Washington, D.C. - Today at an event on Capitol Hill, Feed the Future, the U.S. Government's global hunger and food security initiative, announced that developing countries are making substantial progress against global hunger, poverty and malnutrition, thanks in part to U.S. Government support. In 2014 alone, Feed the Future reached nearly 19 million households and helped nearly 7 million farmers gain access to new tools and technologies. New data demonstrate that, through Feed the Future and other U.S.
DREAMS is an ambitious partnership to reduce HIV infections among adolescent girls and young women in 10 sub-Saharan African countries.
The goal of DREAMS is to help girls develop into Determined, Resilient, Empowered, AIDS-free, Mentored, and Safe women.
Girls and young women account for 71 percent of new HIV infections among adolescents in sub-Saharan Africa.
The President’s Malaria Initiative (PMI)
Malaria prevention and control is a major U.S. foreign assistance objective, and PMI’s strategy fully aligns with the U.S. Government’s vision of ending preventable child and maternal deaths and ending extreme poverty. Under the PMI Strategy for 2015–2020, the U.S. Government’s goal is to work with PMI-supported countries and partners to further reduce malaria deaths and substantially decrease malaria morbidity toward the long-term goal of elimination.
Tjada McKenna, Assistant to the Administrator, USAID Bureau for Food Security & Deputy Coordinator for Development for Feed the Future | Feed the Future | Blog
When President Obama first took office, he promised that the United States would work along the people of poor nations to make farms flourish, nourish starved bodies, and feed hungry minds.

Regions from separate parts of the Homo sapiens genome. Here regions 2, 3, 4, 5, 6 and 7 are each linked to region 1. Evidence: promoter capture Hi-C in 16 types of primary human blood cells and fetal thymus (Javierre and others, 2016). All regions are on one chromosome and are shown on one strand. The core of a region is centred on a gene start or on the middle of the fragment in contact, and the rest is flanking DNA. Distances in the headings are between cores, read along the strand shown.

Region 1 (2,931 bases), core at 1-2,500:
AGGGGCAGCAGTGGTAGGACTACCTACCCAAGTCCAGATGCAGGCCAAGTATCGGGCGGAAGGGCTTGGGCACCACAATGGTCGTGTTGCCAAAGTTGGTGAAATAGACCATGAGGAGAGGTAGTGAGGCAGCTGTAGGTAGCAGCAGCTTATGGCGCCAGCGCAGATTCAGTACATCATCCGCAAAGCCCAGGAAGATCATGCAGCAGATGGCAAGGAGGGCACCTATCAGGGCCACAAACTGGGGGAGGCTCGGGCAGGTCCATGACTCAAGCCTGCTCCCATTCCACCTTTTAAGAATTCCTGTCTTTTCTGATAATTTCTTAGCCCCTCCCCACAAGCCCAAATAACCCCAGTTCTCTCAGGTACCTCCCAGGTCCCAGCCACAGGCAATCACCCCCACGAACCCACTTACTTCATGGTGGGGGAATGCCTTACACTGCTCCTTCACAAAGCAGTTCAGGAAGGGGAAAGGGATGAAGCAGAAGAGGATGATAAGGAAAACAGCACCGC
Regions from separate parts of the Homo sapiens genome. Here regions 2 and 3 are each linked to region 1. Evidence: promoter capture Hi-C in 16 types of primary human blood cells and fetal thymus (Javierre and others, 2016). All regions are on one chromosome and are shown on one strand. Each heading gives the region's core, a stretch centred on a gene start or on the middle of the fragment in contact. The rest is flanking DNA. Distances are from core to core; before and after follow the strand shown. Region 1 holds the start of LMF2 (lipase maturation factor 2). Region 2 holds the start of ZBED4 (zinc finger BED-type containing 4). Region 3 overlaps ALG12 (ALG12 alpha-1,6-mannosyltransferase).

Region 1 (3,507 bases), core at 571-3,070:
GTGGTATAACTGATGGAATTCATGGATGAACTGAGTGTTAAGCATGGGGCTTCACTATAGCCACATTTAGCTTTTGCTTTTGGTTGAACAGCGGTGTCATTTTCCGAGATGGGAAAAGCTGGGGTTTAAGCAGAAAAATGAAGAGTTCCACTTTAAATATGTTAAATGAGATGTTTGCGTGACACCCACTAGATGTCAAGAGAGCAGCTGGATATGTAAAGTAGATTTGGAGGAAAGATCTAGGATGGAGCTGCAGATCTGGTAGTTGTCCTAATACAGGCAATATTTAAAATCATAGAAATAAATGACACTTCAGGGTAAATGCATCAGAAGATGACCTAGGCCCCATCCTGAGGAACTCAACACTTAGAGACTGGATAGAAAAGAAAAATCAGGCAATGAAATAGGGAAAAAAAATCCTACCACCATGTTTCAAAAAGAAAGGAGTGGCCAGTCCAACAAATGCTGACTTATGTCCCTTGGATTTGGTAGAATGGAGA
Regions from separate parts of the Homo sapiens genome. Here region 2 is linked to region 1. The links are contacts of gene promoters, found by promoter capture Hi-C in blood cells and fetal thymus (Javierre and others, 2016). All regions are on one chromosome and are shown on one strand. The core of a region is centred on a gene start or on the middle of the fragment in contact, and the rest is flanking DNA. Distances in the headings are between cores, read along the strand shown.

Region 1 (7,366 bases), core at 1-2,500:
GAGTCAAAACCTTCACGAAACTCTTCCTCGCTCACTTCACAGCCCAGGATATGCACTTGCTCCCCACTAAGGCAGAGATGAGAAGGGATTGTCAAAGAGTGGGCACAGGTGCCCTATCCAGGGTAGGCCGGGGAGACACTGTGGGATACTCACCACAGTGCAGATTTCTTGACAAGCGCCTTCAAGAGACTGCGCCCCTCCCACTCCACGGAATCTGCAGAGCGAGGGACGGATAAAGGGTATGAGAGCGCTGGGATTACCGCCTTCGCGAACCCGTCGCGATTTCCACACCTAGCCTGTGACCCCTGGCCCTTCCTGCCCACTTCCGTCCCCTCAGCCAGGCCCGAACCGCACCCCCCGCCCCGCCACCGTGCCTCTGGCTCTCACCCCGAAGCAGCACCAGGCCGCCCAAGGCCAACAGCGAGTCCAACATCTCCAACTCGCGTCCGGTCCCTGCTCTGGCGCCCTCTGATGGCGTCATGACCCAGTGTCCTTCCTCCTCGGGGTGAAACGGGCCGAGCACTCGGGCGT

Welsy Anena’s mother is convinced that orange sweet potato (OSP) saved her daughter’s life. Anena had been sickly since birth and at 18 months, she weighed just nine pounds. She had been in and out of hospitals so often that her mother braced herself for the worst.
But when her mother started feeding her OSP, everything changed. Since increasing her consumption of this nutrient-dense food, Anena has grown into a vivacious 30-pound three-year-old.
Nearly two billion people worldwide live in rural areas and are heavily dependent upon small-scale subsistence farming, and the majority of these smallholder farmers are women. As the demand for crops from developing countries increases, more smallholder farmers have ramped up their production and attempted to connect with the global supply chain. However, these farmers often lack the technical and managerial skills to effectively navigate finances, production costs, fluctuating market prices, and crop pests and diseases.
February 26, 2015
Feed the Future | Newsletter
Stella Oyuku is a 34-year-old mother of four and member of the Obol Neno Women’s Group in northern Uganda’s Oyam District – a region where livestock farming is an important economic activity, and a means to eliminate household poverty.
Oyuku had long hoped to save money and buy a goat that would produce milk and offspring that she could sell for income. However, banks and lenders were far from her community and, without financial education, her dream was very far from reality.
Lindsay Carter, Program Analyst, Foreign Agricultural Service | U.S. Department of Agriculture | USDA Blog
Standing next to her healthy oxen, Grace Opono explains how new conservation techniques have doubled her maize yield over just two seasons. She is also earning a second income by providing tilling services to neighbors with her oxen. She tells me she can now afford to pay the school fees for her children and reinvest money in her land. This story of achievement shows that USDA’s Food for Progress Program is making a difference.
Disasters and shocks — natural or manmade — have the potential to throw poor and marginal populations into crisis and wipe away hard-earned development gains. These disasters and shocks are occurring with greater frequency and intensity, making it difficult to build resilient communities, particularly in countries facing severe socio-economic challenges exacerbated by the effects of climate change.